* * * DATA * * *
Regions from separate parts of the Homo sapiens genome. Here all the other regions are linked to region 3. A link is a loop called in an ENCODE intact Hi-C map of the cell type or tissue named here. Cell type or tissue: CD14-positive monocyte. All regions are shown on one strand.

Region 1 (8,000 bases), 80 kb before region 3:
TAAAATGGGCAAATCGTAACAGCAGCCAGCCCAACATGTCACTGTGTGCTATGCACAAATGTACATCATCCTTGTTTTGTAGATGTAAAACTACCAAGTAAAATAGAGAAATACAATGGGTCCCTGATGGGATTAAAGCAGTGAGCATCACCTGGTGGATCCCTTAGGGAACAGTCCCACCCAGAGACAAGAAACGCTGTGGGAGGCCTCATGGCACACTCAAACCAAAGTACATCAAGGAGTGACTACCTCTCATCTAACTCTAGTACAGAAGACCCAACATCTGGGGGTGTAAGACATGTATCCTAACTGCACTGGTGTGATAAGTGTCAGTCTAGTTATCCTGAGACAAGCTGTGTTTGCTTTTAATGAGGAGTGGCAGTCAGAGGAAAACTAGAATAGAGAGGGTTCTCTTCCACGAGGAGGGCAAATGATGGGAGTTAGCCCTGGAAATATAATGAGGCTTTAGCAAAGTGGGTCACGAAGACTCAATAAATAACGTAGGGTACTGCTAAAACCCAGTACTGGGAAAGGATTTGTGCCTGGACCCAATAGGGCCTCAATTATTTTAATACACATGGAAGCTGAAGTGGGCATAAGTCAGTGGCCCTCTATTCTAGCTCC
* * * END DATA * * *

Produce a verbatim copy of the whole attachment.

Regions from separate parts of the Homo sapiens genome. Here all the other regions are linked to region 3. A link is a loop called in an ENCODE intact Hi-C map of the cell type or tissue named here. Cell type or tissue: CD14-positive monocyte. All regions are shown on one strand.

Region 1 (8,000 bases), 80 kb before region 3:
TAAAATGGGCAAATCGTAACAGCAGCCAGCCCAACATGTCACTGTGTGCTATGCACAAATGTACATCATCCTTGTTTTGTAGATGTAAAACTACCAAGTAAAATAGAGAAATACAATGGGTCCCTGATGGGATTAAAGCAGTGAGCATCACCTGGTGGATCCCTTAGGGAACAGTCCCACCCAGAGACAAGAAACGCTGTGGGAGGCCTCATGGCACACTCAAACCAAAGTACATCAAGGAGTGACTACCTCTCATCTAACTCTAGTACAGAAGACCCAACATCTGGGGGTGTAAGACATGTATCCTAACTGCACTGGTGTGATAAGTGTCAGTCTAGTTATCCTGAGACAAGCTGTGTTTGCTTTTAATGAGGAGTGGCAGTCAGAGGAAAACTAGAATAGAGAGGGTTCTCTTCCACGAGGAGGGCAAATGATGGGAGTTAGCCCTGGAAATATAATGAGGCTTTAGCAAAGTGGGTCACGAAGACTCAATAAATAACGTAGGGTACTGCTAAAACCCAGTACTGGGAAAGGATTTGTGCCTGGACCCAATAGGGCCTCAATTATTTTAATACACATGGAAGCTGAAGTGGGCATAAGTCAGTGGCCCTCTATTCTAGCTCC